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Unrecognised and unwelcome? The role of the EU in preventing the proliferation of CBRN weapons, materials and knowledge

Unrecognised and unwelcome? The role of the EU in preventing the proliferation of CBRN weapons, materials and knowledge
Unrecognised and unwelcome? The role of the EU in preventing the proliferation of CBRN weapons, materials and knowledge
This article assesses the role of the EU as an actor in the area of non-proliferation of chemical, biological, radiological and nuclear (CBRN) weapons, materials and know-how. It focuses primarily on the Russian Federation. Russia's extensive CBRN programmes, combined with bad economy, weak security and high unemployment among CBRN scientists, have become a major source of concern for the international community following the end of the cold war and after the terrorist attacks of 11 September 2001. The EU is the only non-state actor that got involved in addressing this threat right at the beginning of the 1990s, renewing its commitments after 9/11. This article revisits the concept of ‘actorness’ in order to examine the past, present and possibly future role of the EU in preventing the proliferation of CBRN capabilities. This means that in addition to evaluating past policies, this contribution analyses the impact of the Lisbon Treaty reforms and the changing international security environment on the position of the EU as an aspiring international non-proliferation actor
CFSP, non-proliferation, lisbon treaty, CBRN, russia, security
1568-0258
477-492
Zwolski, Kamil
eadd4b99-f0db-41b8-a3a1-f71918f09975
Zwolski, Kamil
eadd4b99-f0db-41b8-a3a1-f71918f09975

Zwolski, Kamil (2011) Unrecognised and unwelcome? The role of the EU in preventing the proliferation of CBRN weapons, materials and knowledge. [in special issue: European Security Governance after the Lisbon Treaty: Neighbours and New Actors in a Security Environment] Perspectives on European Politics and Society, 12 (4), 477-492. (doi:10.1080/15705854.2011.622962).

Record type: Article

Abstract

This article assesses the role of the EU as an actor in the area of non-proliferation of chemical, biological, radiological and nuclear (CBRN) weapons, materials and know-how. It focuses primarily on the Russian Federation. Russia's extensive CBRN programmes, combined with bad economy, weak security and high unemployment among CBRN scientists, have become a major source of concern for the international community following the end of the cold war and after the terrorist attacks of 11 September 2001. The EU is the only non-state actor that got involved in addressing this threat right at the beginning of the 1990s, renewing its commitments after 9/11. This article revisits the concept of ‘actorness’ in order to examine the past, present and possibly future role of the EU in preventing the proliferation of CBRN capabilities. This means that in addition to evaluating past policies, this contribution analyses the impact of the Lisbon Treaty reforms and the changing international security environment on the position of the EU as an aspiring international non-proliferation actor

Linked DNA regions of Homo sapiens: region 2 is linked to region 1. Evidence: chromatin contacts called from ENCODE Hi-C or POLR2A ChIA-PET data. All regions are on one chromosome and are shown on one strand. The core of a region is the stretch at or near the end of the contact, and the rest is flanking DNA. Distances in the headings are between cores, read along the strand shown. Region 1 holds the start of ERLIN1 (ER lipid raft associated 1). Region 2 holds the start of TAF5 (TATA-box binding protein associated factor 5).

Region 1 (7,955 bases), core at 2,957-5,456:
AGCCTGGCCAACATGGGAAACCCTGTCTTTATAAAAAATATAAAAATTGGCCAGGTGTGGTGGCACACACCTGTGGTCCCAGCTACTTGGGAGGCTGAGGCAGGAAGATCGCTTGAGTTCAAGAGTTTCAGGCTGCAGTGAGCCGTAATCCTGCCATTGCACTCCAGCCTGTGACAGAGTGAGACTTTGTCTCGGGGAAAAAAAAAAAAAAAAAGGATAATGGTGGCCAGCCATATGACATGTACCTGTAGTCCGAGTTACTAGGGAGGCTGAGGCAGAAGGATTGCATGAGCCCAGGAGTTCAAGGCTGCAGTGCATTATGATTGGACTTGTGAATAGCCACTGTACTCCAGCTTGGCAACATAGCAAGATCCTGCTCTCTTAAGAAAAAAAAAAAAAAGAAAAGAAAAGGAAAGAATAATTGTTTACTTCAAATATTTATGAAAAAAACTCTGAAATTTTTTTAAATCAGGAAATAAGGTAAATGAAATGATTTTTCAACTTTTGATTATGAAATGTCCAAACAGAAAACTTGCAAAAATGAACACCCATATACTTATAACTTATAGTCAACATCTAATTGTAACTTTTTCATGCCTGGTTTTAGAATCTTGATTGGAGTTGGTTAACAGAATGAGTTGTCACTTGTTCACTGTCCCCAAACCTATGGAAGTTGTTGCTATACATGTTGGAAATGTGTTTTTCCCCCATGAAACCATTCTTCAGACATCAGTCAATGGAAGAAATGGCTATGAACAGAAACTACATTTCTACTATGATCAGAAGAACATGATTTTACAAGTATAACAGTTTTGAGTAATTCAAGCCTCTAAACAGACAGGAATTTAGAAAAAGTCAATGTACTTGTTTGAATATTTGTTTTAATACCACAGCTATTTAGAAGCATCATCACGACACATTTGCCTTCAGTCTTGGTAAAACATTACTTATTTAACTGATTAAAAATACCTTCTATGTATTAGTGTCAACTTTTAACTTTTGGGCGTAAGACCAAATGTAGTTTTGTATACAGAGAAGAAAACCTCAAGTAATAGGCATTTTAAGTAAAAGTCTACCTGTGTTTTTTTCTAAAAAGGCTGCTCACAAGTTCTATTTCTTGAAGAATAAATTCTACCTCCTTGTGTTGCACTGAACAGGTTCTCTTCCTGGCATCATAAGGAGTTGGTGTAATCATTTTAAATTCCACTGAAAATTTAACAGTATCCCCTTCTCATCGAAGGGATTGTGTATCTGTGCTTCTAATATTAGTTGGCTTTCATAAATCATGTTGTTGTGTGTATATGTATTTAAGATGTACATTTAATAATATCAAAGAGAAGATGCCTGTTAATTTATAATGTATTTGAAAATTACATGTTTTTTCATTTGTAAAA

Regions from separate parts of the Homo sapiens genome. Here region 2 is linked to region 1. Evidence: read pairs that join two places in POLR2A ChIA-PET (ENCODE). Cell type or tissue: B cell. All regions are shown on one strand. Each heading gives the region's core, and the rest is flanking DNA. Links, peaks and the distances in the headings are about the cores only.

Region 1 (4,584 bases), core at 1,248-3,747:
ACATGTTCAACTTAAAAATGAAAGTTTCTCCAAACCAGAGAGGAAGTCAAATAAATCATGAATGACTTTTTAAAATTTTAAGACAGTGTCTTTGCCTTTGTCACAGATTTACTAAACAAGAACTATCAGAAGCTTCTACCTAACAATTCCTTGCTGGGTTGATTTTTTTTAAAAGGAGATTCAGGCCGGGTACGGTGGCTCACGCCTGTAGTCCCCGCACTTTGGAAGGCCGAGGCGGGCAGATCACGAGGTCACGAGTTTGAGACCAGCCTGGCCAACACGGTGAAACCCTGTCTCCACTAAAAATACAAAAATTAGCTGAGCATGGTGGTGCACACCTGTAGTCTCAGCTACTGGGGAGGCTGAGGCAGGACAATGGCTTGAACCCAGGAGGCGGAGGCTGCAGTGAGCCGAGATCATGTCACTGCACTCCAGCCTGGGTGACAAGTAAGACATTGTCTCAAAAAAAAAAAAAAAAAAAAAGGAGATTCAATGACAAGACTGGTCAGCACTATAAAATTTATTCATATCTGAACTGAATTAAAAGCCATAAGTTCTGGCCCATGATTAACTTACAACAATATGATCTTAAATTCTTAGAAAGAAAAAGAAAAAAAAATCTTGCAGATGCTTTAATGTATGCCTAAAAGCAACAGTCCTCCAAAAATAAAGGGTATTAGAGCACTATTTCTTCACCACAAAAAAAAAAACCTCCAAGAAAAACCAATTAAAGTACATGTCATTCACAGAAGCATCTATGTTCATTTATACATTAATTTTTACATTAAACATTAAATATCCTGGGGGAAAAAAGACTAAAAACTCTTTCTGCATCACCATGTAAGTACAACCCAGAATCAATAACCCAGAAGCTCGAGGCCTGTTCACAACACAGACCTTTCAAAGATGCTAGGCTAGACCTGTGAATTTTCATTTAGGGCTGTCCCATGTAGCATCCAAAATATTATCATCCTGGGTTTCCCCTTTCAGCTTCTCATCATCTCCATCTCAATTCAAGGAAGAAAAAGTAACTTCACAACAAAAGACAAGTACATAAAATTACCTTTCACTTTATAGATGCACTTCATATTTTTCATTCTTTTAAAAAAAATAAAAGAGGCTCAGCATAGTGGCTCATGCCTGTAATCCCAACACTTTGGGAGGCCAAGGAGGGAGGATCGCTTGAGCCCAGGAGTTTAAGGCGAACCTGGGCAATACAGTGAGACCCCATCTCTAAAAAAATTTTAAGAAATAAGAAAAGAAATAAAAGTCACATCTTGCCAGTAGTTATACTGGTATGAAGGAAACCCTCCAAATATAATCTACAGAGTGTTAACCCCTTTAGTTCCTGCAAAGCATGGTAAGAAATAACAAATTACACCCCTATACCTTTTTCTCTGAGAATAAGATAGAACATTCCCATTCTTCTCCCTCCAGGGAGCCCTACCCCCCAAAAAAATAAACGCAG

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More information

Published date: 22 November 2011
Keywords: CFSP, non-proliferation, lisbon treaty, CBRN, russia, security
Organisations: Politics & International Relations

Identifiers

Local EPrints ID: 342574
URI: http://eprints.soton.ac.uk/id/eprint/342574
ISSN: 1568-0258
PURE UUID: 93fbf7ca-a5e6-41ae-9642-44619c49dc24

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Date deposited: 10 Sep 2012 09:17
Last modified: 22 Jul 2022 18:12

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